We support this proposal because of the jobs and market certainty that it would provide, but also urge that the standard include a requirement that at least 35 percent of electricity be generated by wind, solar, geothermal, other renewables, and efficiency by 2035 to ensure continued investment in these technologies. This would help energy development on public lands by stimulating a strong market for renewable energy across the country.

    Public lands clean resources standard

    The president also should use executive authority to establish a “clean resources standard” for energy resources from eligible public lands. This would require that 35 percent of the electricity generated from resources mined, drilled, or otherwise extracted from public lands and waters be renewable by 2035. Similar to President Obama’s proposed clean energy standard designed to increase the amount of renewable electricity that utilities sell, this policy is designed to boost development of renewable electricity from public lands.

    Currently, 66 percent of electricity generated from resources from public lands and waters is from coal, while only 1 percent is from solar, wind, and geothermal combined. This shows that the use of our public lands for electricity generation heavily favors coal, and it neglects the contribution that our public lands could make toward development of low- and no-carbon electricity.

    New energy zones

    Siting large-scale renewable energy development on public lands across the country must take into account other values including hunting, fishing recreation, clean water, clean air, wildlife habitat, and scenery in accordance with the Bureau of Land Management’s multiple use mandate. One way to ensure that renewable energy development on public lands respects these values is for the Department of the Interior to build upon its program to establish incentivized zones for solar development on public lands. This program allows for incentives such as streamlined permitting, lower fees, and prioritized transmission capacity to be put in place for solar projects that are sited in designated zones. The zones will also have been screened for wildlife and other environmental conflicts to ensure that they will be minimal.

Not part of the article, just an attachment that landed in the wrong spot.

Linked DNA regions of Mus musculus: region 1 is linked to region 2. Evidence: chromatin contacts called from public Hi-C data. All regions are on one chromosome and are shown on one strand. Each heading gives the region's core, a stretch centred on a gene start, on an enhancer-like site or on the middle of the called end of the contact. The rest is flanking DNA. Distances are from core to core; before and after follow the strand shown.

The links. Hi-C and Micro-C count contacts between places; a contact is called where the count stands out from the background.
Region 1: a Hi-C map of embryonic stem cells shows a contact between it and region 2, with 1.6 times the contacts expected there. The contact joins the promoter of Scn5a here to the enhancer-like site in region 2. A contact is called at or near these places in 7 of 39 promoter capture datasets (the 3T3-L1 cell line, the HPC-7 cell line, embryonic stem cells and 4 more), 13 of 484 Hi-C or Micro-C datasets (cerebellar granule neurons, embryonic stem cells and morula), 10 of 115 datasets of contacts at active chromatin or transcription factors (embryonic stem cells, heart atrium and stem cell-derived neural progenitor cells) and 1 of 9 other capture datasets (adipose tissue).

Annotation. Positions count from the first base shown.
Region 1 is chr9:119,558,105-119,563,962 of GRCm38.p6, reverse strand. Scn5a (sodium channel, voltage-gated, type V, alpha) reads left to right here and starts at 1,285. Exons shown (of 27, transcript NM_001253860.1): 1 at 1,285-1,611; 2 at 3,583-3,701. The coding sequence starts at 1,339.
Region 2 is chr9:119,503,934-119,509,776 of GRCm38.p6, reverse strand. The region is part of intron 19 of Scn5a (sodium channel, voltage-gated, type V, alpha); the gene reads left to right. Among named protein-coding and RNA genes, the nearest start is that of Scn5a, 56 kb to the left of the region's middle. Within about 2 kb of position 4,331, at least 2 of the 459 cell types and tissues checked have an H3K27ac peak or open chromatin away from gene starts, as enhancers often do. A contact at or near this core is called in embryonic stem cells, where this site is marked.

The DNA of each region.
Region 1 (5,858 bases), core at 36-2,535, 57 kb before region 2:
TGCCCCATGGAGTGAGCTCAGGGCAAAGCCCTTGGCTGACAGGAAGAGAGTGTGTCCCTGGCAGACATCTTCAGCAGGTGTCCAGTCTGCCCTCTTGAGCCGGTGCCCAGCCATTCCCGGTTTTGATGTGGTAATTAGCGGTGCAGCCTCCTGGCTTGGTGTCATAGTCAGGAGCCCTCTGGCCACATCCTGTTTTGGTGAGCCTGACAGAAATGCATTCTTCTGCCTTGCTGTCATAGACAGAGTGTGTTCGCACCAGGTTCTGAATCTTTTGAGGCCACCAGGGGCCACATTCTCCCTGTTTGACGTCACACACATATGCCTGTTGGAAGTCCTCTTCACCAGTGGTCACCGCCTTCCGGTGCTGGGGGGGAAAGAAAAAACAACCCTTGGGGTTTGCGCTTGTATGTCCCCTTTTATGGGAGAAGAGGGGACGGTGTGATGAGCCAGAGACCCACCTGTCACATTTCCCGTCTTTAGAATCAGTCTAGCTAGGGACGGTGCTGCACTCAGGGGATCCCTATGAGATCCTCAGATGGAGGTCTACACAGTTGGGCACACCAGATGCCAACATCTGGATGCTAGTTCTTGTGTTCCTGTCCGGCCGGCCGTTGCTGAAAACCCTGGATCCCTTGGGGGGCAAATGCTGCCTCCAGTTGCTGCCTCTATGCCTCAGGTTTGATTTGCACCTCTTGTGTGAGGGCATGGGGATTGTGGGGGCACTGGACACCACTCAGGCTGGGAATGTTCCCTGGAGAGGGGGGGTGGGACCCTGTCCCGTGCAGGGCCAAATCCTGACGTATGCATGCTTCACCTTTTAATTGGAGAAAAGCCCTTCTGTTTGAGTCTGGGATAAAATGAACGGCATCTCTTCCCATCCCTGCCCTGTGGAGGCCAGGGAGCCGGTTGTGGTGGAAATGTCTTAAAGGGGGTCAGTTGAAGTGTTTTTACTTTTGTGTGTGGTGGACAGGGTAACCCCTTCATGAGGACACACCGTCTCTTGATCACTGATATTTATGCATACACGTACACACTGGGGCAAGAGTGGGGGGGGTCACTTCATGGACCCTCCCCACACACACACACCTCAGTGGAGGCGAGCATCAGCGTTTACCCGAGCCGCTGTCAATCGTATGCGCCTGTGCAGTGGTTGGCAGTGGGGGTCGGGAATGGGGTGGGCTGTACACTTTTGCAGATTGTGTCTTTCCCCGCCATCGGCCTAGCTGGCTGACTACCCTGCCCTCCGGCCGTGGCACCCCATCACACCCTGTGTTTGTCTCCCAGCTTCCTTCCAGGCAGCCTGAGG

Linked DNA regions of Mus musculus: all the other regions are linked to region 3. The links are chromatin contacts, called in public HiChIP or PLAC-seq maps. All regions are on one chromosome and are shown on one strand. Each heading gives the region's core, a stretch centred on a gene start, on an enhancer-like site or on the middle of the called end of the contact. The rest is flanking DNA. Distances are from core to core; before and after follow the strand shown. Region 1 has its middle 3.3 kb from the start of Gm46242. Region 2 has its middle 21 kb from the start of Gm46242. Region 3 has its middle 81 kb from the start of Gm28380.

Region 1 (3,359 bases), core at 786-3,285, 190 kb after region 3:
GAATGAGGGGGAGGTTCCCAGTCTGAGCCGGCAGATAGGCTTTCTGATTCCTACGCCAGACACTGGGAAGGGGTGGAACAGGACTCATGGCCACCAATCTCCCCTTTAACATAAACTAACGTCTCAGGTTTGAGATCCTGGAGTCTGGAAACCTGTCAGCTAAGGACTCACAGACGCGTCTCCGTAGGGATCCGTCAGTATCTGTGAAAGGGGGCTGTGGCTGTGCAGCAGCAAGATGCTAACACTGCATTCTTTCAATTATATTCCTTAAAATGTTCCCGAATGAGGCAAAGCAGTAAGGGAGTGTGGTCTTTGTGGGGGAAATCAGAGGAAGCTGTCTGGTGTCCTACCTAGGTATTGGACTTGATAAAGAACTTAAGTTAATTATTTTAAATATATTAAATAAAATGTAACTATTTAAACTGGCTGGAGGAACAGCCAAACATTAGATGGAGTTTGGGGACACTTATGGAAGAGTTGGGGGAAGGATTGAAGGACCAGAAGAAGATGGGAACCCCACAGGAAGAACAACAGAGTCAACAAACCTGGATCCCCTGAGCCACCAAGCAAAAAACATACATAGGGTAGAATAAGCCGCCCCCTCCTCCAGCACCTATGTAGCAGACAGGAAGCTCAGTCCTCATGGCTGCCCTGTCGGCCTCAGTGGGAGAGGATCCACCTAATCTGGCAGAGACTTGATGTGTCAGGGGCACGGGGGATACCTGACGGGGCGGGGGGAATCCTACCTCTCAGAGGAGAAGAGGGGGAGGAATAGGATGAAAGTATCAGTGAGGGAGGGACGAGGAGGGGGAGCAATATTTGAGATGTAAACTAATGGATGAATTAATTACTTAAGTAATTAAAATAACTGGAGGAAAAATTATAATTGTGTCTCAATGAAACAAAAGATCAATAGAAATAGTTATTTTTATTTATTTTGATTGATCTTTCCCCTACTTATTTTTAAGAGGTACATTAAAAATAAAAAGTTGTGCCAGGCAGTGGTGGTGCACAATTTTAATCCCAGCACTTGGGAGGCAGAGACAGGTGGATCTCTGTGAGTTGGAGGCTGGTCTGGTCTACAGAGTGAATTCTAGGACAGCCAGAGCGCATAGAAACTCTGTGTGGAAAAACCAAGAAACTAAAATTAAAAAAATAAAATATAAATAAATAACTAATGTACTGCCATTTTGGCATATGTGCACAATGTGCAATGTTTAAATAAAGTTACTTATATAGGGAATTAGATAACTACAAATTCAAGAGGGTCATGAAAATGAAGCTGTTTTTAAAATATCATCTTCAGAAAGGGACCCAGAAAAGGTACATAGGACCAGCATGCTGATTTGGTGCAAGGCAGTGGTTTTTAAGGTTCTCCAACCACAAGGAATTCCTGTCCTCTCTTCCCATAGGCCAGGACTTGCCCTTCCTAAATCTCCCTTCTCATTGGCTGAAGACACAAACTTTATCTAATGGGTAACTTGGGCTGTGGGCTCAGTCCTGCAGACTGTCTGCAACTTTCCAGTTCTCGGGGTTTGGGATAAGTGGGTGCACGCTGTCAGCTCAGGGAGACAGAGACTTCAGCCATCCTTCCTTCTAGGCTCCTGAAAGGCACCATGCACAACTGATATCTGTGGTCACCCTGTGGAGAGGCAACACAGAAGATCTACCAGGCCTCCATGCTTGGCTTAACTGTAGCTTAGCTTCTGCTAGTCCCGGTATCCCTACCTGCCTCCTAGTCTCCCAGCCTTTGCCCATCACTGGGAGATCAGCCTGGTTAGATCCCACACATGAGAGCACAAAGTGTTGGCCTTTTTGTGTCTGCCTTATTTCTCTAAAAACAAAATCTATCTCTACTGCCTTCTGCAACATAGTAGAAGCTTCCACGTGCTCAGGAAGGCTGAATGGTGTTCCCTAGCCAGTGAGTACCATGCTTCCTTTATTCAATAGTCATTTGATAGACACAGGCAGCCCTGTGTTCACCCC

On July 24, 2012, the Department of the Interior released the final Programmatic Environmental Impact Statement for Solar Energy Development in Six Southwestern States. It designates 17 solar zones covering approximately 285,000 acres, and also opens up an additional 19 million acres to the possibility of solar energy development. A final decision approving the Programmatic Environmental Impact Statement will be made by Secretary of the Interior Ken Salazar in the next few months.

    In addition to fine-tuning and finalizing the solar energy zones, this policy should also be extended to wind projects to ensure that they too will have more certainty and fewer legal challenges when it comes to siting on public lands.

    Electric transmission policy reforms

    A major challenge to the deployment of large-scale renewable energy on public lands is the lack of adequate electrical transmission capacity to transmit this clean electricity to communities that need it. This process should be reformed, which could be accomplished in a variety of ways. As CAP previously wrote in 2010:

    Transmission reform is urgent. … [we need to] create a system for effectively siting new transmission. Such a system will likely combine [Federal Energy Regulatory Commission] oversight with a clearly defined role for state regulators, balancing the need for regional and national planning with respect for state and local conditions. This policy would lead to the construction or improvement of transmission lines by clarifying and streamlining the siting and permitting process. Additionally, federal authority to plan, site, and allocate costs for the construction of new transmission lines should be strengthened in the case that states do not work together to upgrade transmission capacity. The implementation of the Federal Regulatory Commission’s Order Number 1000 should be supported to help achieve these goals.


    Public lands in the American West can help lead the nation’s transition to a cleaner, cheaper electricity system. Our analysis shows that under reasonably foreseeable federal government development scenarios for renewable energy development, more than 34 gigawatts of solar, wind, and geothermal energy could be built on public lands in the Four Corners states plus California and Nevada over the next 20 years. This would provide economic opportunities—more than 209,000 direct jobs and $137 billion in investment in the renewable energy sector. With supportive policies there is great potential to build additional wind, solar, and geothermal electricity projects on public lands in the West.

    This region has the opportunity to become a leader in the development of homegrown American energy not subject to volatile fossil-fuel prices, creating jobs that cannot be outsourced and developing technologies for export to other countries. But in order to realize this likelihood and also help the region achieve its even greater potential for renewable energy, a number of additional policies should be put in place. These include a national clean energy standard, a clean resources standard for public lands and waters, energy zones, and electric transmission policy reforms to update our aging system…